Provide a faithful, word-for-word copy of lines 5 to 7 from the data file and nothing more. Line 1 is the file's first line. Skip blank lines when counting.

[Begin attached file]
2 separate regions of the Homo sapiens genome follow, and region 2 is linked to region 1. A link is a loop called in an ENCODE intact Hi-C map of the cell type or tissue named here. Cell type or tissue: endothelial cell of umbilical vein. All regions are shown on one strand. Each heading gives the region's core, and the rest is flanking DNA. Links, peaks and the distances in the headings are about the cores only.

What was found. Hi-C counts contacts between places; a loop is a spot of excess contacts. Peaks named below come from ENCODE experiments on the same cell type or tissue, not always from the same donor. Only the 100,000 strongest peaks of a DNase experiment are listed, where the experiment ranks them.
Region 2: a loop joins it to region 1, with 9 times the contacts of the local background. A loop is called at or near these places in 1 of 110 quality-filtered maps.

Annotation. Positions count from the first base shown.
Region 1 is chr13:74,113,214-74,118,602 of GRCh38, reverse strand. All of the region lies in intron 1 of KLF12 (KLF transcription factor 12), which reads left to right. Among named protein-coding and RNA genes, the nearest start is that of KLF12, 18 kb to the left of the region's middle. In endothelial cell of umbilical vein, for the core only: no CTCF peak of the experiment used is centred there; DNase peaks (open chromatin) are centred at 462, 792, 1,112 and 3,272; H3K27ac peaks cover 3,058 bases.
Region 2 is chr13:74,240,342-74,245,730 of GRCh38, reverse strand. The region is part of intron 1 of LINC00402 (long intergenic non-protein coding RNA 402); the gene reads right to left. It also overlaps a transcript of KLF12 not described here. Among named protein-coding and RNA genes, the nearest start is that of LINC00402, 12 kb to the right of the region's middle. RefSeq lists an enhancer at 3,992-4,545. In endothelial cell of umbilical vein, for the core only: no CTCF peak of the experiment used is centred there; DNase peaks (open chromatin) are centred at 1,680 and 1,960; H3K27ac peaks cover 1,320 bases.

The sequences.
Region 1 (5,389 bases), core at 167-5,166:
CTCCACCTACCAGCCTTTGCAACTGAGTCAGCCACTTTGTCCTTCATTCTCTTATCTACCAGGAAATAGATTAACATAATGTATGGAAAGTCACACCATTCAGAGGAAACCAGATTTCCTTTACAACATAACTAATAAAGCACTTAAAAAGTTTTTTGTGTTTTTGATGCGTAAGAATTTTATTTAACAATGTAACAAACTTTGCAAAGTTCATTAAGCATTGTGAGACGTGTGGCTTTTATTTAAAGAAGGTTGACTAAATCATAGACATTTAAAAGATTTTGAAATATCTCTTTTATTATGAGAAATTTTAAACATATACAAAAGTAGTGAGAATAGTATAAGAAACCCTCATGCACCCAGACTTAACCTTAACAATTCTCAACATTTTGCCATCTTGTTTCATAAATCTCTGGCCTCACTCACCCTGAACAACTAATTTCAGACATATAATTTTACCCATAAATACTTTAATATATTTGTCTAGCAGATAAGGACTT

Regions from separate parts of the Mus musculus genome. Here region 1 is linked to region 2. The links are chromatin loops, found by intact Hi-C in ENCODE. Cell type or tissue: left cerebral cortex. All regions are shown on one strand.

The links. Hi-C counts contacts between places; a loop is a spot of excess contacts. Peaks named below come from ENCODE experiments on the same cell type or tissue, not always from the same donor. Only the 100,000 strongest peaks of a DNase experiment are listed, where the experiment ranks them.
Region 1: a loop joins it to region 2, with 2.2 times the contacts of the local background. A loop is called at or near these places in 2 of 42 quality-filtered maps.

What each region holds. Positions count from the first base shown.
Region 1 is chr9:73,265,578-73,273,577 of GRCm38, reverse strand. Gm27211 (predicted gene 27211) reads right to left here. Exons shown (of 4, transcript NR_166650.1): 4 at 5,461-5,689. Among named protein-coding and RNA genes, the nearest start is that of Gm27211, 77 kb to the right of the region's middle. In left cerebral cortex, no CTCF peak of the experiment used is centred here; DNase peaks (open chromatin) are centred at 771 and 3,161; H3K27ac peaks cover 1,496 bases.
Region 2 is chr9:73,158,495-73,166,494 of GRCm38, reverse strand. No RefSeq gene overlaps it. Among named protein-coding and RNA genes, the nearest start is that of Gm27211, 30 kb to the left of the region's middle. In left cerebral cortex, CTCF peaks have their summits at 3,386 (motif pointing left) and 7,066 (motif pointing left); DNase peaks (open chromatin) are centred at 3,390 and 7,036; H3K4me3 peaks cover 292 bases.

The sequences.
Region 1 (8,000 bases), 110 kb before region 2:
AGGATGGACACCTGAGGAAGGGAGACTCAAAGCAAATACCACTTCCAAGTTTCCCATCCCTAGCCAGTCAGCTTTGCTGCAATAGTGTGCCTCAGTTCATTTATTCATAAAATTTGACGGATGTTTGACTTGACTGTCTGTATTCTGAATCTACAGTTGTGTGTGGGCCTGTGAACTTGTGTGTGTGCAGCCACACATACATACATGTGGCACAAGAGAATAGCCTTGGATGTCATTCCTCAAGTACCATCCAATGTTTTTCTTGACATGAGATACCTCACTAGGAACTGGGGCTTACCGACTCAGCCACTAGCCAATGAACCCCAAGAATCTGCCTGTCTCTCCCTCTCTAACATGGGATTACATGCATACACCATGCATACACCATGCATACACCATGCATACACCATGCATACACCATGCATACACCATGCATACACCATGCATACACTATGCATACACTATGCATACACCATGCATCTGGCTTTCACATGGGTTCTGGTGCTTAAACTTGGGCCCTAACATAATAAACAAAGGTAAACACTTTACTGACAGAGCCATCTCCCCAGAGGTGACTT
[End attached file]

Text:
Region 1 is chr13:74,113,214-74,118,602 of GRCh38, reverse strand. All of the region lies in intron 1 of KLF12 (KLF transcription factor 12), which reads left to right. Among named protein-coding and RNA genes, the nearest start is that of KLF12, 18 kb to the left of the region's middle. In endothelial cell of umbilical vein, for the core only: no CTCF peak of the experiment used is centred there; DNase peaks (open chromatin) are centred at 462, 792, 1,112 and 3,272; H3K27ac peaks cover 3,058 bases.
Region 2 is chr13:74,240,342-74,245,730 of GRCh38, reverse strand. The region is part of intron 1 of LINC00402 (long intergenic non-protein coding RNA 402); the gene reads right to left. It also overlaps a transcript of KLF12 not described here. Among named protein-coding and RNA genes, the nearest start is that of LINC00402, 12 kb to the right of the region's middle. RefSeq lists an enhancer at 3,992-4,545. In endothelial cell of umbilical vein, for the core only: no CTCF peak of the experiment used is centred there; DNase peaks (open chromatin) are centred at 1,680 and 1,960; H3K27ac peaks cover 1,320 bases.

The sequences.